1. I hope I didn’t imply that I thought you were judging people…I didn’t mean that at all! I was just admitting that I have done those things. I am not sure why they are called “awards” anyway. They really should be called “hard labor” because of all of the insane linking that has to be done. Not to mention, like you said, they aren’t designed to make you feel special because everyone has them.

  4. And this is why I adore and respect you so VERY VERY much. I want you to read: Daring Greatly, Brenรฉ Brown. Yes, it’s ANOTHER book; but if you don’t see yourself as I see me (and we’ve talked about this a lot, you and I) in pages 19-24, I’ll buy it from you. I support you. I adore you. I hear you and you are fabulous already. Fuck ’em. Facebook is insanity; social media is insanity. You are coming at us all, in this post, as a real, vulnerable, honest, HOT person. I dig you. We are, all 7billion of us, looking for our spot in the sun… guess what? The sun is outside, waiting for us. Be your own sun. You are my friend. xoxo

    1. I’ve been as open as possible about my journey. I can only imagine if I took all of my posts around blogging, etc. and put them together there might be some contradictions and confusion, but maybe there would also be some process and growth in there too. This is a messy business with no “right” way to do things. Each person fumbles along finding their way in the dark. This is what I am going through right now and it feels good to put it out there. Writing helps me think and hitting publish helps set me free from mulling things over in my mind. It’s one of the ways I let go of anxiety.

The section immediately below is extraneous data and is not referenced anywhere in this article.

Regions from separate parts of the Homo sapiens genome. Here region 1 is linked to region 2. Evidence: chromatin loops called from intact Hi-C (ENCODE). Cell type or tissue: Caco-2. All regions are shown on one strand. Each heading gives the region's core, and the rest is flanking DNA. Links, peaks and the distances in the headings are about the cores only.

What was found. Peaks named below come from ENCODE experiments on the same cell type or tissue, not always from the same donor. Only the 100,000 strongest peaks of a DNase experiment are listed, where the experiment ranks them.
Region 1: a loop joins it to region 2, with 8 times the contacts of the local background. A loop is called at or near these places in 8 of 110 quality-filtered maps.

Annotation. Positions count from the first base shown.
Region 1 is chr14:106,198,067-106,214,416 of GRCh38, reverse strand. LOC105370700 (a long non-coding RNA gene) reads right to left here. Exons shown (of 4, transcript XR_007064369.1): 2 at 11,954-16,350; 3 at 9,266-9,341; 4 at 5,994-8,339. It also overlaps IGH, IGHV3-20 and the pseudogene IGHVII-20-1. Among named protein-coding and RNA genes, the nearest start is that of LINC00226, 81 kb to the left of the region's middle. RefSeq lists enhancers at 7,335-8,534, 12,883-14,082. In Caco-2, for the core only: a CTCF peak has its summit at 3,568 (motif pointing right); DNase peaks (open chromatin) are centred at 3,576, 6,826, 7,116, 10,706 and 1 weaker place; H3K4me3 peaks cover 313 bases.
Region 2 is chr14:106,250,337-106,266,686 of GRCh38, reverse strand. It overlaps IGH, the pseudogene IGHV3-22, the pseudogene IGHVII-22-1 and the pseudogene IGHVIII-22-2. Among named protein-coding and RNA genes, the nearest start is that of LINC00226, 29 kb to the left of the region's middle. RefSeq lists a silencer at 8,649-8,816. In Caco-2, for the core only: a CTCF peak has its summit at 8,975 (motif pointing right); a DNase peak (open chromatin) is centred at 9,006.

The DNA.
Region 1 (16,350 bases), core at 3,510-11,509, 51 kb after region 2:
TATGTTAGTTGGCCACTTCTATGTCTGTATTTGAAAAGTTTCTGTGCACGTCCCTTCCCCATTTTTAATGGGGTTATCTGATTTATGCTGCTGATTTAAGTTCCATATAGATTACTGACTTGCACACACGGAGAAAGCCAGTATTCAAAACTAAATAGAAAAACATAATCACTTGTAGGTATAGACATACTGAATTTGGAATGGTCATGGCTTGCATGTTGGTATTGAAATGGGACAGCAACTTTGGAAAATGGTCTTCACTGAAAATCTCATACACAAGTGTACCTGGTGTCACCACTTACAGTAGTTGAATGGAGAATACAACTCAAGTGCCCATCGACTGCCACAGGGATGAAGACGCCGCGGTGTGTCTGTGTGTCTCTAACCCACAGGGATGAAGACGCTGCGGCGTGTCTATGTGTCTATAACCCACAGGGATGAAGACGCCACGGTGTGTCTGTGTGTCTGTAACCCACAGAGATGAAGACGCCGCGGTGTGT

5. oh lady you read my mind!!! i am so in the same boat, and ironically was wearing my plaid flannel shirt yesterday and instead of a tiara had on a pirate hat!

    i’ve been blogging for a few years, but in january i decided to throw things up a notch and went full steam on the internet. i wanted to see where i could push my wee blog, and things have exploded, kinda, which kinda confused me and then made me greedy. so, i kept re-posting, re-posting old stuff, and never had anything left to give to my blog. i lost my focus. i stopped sharing the way i had, about the hardships of mother hood, marriage, life etc.

    so, i have let go a little. i have stopped blogging daily and set up a kind of schedule, so that i had time to work on pieces, time to parent, vacuum or whatever! but yes, blogging, the internet, all this social media, has somehow made me anti-social in my own home! that being said, i have made some wonderful connections in cyberworld, and found people whose work i am interested in following. like you. i think you should work that tiara, because you are fabulous! you are in charge of your blog, your art… not the other way round!